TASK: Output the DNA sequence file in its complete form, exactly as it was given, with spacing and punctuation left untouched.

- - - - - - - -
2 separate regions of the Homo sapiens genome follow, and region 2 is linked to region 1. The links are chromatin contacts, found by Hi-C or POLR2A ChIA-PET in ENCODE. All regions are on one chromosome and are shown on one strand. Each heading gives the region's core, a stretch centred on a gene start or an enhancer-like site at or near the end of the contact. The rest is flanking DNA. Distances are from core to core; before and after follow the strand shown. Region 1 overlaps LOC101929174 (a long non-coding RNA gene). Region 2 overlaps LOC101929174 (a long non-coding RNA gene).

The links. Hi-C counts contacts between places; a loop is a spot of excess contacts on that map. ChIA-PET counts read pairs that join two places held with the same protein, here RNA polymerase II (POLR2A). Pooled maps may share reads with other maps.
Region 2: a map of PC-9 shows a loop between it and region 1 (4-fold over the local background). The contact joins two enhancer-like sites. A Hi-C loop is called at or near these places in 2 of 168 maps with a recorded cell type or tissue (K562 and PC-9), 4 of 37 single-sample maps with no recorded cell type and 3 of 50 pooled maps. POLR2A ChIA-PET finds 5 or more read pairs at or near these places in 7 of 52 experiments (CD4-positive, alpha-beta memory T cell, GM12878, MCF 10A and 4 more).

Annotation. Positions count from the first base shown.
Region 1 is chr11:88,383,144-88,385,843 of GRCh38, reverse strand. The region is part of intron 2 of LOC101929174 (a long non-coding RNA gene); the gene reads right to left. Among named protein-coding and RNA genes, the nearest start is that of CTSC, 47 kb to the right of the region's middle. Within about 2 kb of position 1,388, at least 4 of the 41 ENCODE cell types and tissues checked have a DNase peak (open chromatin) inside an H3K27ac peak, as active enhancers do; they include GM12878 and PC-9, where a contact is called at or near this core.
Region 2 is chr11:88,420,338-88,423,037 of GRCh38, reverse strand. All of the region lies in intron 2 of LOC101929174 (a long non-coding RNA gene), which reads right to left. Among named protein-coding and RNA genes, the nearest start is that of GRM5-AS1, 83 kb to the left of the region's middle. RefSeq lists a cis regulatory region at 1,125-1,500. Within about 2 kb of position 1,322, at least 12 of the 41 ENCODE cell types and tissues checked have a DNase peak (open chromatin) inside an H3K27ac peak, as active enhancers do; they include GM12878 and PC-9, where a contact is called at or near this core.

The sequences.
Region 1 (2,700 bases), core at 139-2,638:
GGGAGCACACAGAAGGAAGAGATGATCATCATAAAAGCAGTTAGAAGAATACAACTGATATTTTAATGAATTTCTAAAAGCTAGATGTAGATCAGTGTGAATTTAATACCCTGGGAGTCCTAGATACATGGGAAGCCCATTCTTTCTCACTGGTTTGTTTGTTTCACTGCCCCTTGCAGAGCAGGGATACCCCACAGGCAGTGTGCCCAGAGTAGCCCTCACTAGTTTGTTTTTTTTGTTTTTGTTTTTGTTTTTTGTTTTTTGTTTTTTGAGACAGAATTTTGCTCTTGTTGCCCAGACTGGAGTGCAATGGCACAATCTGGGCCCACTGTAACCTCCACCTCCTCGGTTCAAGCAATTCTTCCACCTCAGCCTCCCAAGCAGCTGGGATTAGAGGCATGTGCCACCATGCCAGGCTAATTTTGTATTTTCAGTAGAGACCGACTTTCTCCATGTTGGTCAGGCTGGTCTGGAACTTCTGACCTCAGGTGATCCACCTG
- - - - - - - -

2 separate regions of the Homo sapiens genome follow, and region 2 is linked to region 1. The links are chromatin contacts, found by Hi-C or POLR2A ChIA-PET in ENCODE. All regions are on one chromosome and are shown on one strand. Each heading gives the region's core, a stretch centred on a gene start or an enhancer-like site at or near the end of the contact. The rest is flanking DNA. Distances are from core to core; before and after follow the strand shown. Region 1 overlaps LOC101929174 (a long non-coding RNA gene). Region 2 overlaps LOC101929174 (a long non-coding RNA gene).

The links. Hi-C counts contacts between places; a loop is a spot of excess contacts on that map. ChIA-PET counts read pairs that join two places held with the same protein, here RNA polymerase II (POLR2A). Pooled maps may share reads with other maps.
Region 2: a map of PC-9 shows a loop between it and region 1 (4-fold over the local background). The contact joins two enhancer-like sites. A Hi-C loop is called at or near these places in 2 of 168 maps with a recorded cell type or tissue (K562 and PC-9), 4 of 37 single-sample maps with no recorded cell type and 3 of 50 pooled maps. POLR2A ChIA-PET finds 5 or more read pairs at or near these places in 7 of 52 experiments (CD4-positive, alpha-beta memory T cell, GM12878, MCF 10A and 4 more).

Annotation. Positions count from the first base shown.
Region 1 is chr11:88,383,144-88,385,843 of GRCh38, reverse strand. The region is part of intron 2 of LOC101929174 (a long non-coding RNA gene); the gene reads right to left. Among named protein-coding and RNA genes, the nearest start is that of CTSC, 47 kb to the right of the region's middle. Within about 2 kb of position 1,388, at least 4 of the 41 ENCODE cell types and tissues checked have a DNase peak (open chromatin) inside an H3K27ac peak, as active enhancers do; they include GM12878 and PC-9, where a contact is called at or near this core.
Region 2 is chr11:88,420,338-88,423,037 of GRCh38, reverse strand. All of the region lies in intron 2 of LOC101929174 (a long non-coding RNA gene), which reads right to left. Among named protein-coding and RNA genes, the nearest start is that of GRM5-AS1, 83 kb to the left of the region's middle. RefSeq lists a cis regulatory region at 1,125-1,500. Within about 2 kb of position 1,322, at least 12 of the 41 ENCODE cell types and tissues checked have a DNase peak (open chromatin) inside an H3K27ac peak, as active enhancers do; they include GM12878 and PC-9, where a contact is called at or near this core.

The sequences.
Region 1 (2,700 bases), core at 139-2,638:
GGGAGCACACAGAAGGAAGAGATGATCATCATAAAAGCAGTTAGAAGAATACAACTGATATTTTAATGAATTTCTAAAAGCTAGATGTAGATCAGTGTGAATTTAATACCCTGGGAGTCCTAGATACATGGGAAGCCCATTCTTTCTCACTGGTTTGTTTGTTTCACTGCCCCTTGCAGAGCAGGGATACCCCACAGGCAGTGTGCCCAGAGTAGCCCTCACTAGTTTGTTTTTTTTGTTTTTGTTTTTGTTTTTTGTTTTTTGTTTTTTGAGACAGAATTTTGCTCTTGTTGCCCAGACTGGAGTGCAATGGCACAATCTGGGCCCACTGTAACCTCCACCTCCTCGGTTCAAGCAATTCTTCCACCTCAGCCTCCCAAGCAGCTGGGATTAGAGGCATGTGCCACCATGCCAGGCTAATTTTGTATTTTCAGTAGAGACCGACTTTCTCCATGTTGGTCAGGCTGGTCTGGAACTTCTGACCTCAGGTGATCCACCTG